Friday, April 16, 2010

Oakland may close medical marijuana dispensary

OAKLAND — Medical marijuana patients soon could have one less
dispensary in the city from which to purchase marijuana after a judge
ruled today that city officials may continue in their quest to shutter
the Oakland Patient Center.

The ruling was made four months after Arturo Sanchez, an assistant to
the Oakland city administrator, decided to revoke a permit issued to the
Oakland Patient Center because, according to Sanchez, its owners failed
to comply with laws regulating the operation of medical marijuana
dispensaries within city limits.

Sanchez ruled in January that the center violated city laws by failing
to notify officials that ownership of the dispensary had changed. The
owners argue that Sanchez's decision was made arbitrarily, and they
suggested that revocation of the permit was done to allow another
dispensary to begin operations in the city.

Under city laws regulating medical marijuana, only four dispensaries are
allowed to operate in Oakland. If the city revokes a permit from any of
those four dispensaries, or a dispensary gives it up voluntarily, that
permit becomes available for any other company that applies through a
city-issued response for proposals.

Attorneys representing the Oakland Patient Center appeared in Alameda
County Superior Court today in hopes of convincing a judge to prevent
the city from acting on Sanchez's decision until a full hearing could be
conducted later this year. The attorneys, Sally Steinhardt and Lisa
Gygax, argued that their clients had attempted to comply with city laws
but were rebuffed by city officials who refused to accept a revision to
Oakland Patient Center's permit.

No other problems related to the dispensary's operation were reported by
the city.

The dispensary's troubles with the city began last year when its
majority owners, Steven and Stacie Petras, agreed to sell the dispensary
to Dona Frank in a deal that is being contested in the Superior Court of
Contra Costa County, where the business is registered. Under terms of
that deal, Frank became the operator of Oakland Patient Center and
inherited the responsibilities mandated under the city's permit,
including getting her name on the permit and paying a $30,000 annual

Gygax said Frank attempted to notify the city of the sale and have her
name placed on the permit but was not allowed to apply. Instead, Gygax
said, the city notified Frank and the Petrases that the city would hold
a hearing regarding revocation of the permit.

Sanchez said today that the city did not learn of the sale until after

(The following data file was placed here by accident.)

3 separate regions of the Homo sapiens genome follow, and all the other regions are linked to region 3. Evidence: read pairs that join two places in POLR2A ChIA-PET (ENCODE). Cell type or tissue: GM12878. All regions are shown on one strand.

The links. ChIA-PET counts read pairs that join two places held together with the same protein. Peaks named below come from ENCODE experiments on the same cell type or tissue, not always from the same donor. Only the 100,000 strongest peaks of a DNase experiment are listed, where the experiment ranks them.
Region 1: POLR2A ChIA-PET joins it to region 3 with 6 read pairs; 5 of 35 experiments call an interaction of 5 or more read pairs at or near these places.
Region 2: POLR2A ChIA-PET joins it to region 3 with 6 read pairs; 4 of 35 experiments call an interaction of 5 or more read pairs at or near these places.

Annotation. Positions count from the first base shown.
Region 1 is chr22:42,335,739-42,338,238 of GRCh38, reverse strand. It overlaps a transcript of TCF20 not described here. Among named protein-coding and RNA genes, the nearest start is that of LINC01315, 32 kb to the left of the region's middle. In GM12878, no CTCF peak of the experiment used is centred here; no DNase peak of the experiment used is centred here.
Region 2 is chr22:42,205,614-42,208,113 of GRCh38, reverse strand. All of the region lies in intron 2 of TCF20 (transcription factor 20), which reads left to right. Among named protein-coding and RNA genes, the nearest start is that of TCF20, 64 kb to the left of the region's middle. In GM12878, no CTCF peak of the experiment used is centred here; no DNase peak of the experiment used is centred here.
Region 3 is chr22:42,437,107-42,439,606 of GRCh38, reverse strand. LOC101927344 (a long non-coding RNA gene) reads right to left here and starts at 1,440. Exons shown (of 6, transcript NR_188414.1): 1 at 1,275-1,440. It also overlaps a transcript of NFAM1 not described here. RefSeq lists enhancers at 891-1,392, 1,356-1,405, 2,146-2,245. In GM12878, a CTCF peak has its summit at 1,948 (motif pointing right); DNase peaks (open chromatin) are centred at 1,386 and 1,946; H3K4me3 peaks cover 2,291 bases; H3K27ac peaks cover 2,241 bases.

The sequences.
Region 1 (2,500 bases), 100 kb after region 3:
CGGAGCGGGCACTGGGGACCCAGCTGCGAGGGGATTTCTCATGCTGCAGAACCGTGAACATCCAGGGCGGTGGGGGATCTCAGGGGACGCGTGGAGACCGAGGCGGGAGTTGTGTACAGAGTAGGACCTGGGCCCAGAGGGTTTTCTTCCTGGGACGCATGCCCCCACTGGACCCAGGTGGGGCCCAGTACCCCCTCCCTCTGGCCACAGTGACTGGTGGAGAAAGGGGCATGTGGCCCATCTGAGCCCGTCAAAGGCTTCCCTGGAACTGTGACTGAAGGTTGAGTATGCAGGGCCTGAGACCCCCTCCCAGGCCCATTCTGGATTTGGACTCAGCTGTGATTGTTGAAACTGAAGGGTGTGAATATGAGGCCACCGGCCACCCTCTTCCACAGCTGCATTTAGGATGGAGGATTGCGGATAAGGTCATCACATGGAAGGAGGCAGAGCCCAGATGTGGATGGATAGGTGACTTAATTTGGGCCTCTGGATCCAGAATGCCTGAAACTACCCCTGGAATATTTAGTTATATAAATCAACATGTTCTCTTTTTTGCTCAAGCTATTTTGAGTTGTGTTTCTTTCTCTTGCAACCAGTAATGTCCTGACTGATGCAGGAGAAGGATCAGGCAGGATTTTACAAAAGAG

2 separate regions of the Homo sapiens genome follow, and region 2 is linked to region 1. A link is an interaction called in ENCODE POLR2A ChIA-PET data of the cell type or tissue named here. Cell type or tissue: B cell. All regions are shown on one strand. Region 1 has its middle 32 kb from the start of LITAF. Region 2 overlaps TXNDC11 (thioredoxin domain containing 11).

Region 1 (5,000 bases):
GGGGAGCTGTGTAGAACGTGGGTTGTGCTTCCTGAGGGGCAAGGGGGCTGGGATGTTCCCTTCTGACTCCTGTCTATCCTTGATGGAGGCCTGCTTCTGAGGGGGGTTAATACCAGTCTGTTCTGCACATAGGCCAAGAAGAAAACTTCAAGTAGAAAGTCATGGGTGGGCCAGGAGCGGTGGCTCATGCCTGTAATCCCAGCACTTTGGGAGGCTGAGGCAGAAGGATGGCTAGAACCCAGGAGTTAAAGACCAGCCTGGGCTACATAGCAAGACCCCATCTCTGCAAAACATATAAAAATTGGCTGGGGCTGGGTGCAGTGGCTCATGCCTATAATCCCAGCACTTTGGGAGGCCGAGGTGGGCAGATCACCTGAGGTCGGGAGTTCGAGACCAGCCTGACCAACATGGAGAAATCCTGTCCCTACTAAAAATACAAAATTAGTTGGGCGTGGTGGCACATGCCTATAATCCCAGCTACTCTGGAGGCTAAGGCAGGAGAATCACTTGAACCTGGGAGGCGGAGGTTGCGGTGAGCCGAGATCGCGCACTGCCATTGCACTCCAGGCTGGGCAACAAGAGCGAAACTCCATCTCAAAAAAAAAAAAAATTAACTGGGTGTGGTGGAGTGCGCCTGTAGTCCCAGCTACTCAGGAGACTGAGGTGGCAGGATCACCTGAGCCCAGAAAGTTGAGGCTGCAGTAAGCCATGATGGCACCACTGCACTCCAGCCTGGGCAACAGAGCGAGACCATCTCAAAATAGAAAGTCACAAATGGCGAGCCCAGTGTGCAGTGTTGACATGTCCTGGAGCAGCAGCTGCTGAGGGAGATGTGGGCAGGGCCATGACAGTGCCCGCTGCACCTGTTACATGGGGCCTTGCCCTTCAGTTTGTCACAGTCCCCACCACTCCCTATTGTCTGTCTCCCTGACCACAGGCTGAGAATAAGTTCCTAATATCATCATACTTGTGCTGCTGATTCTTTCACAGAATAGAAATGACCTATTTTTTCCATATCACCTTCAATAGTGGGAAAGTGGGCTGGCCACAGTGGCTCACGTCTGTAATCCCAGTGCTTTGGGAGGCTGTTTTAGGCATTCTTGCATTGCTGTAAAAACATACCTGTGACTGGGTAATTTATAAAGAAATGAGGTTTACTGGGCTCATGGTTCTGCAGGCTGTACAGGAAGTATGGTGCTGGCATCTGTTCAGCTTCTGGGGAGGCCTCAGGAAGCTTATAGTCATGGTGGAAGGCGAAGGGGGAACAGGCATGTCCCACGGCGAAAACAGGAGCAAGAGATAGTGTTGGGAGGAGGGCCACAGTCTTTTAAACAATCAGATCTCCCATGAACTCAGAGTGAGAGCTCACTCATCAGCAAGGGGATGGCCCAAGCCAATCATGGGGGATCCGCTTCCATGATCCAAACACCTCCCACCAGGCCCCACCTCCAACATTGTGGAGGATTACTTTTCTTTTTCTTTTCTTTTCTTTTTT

it had occurred when the Petrases came to the city asking for help
resolving a dispute between them and Frank over the dispensary's sale.
At that point, Sanchez said, he was forced to revoke the permit because
the city learned the business had been sold without notification to the
city. Such notification is necessary, Sanchez said, to give the city an
opportunity to investigate the a new owner's background to ensure the
business would be legal.

"We cannot conceive of a situation where we want this to be a common
practice, so we have to take a zero-tolerance towards it," Sanchez said.
"There is a process, and Ms. Frank is looking to circumvent that

Sanchez denied an ulterior motive to his decision and said there is no
other business that has inquired about receiving a permit to run a
dispensary. Even if there were, he said, he would not be the person to
decide who gets the permit.

Gygax said the city is mistaken in believing the dispensary's ownership
officially has changed. According to the sale agreement, each side has a
year to make the deal final, and it is dependent on both sides working
toward getting Frank's name on the permit.

"That is simply untrue," Gygax said. "The sale is not complete. The
contract shows it takes a year, and (Frank) has to be added to the

Although Alameda County Superior Court Judge Frank Rosech denied the
dispensary's request to stop the city from shutting down the business,
he gave the business an opportunity to provide more evidence during a
hearing next week.

In the meantime, Gygax said, the business will remain open.

Sanchez said the city has no immediate plans to force the business to
close but will begin issuing $1,000 a day fines against the Oakland
Patient Center for violation of city laws. Eventually, he said, the city
might be forced to shut down the operation.

"We may look at all of our options," he said.

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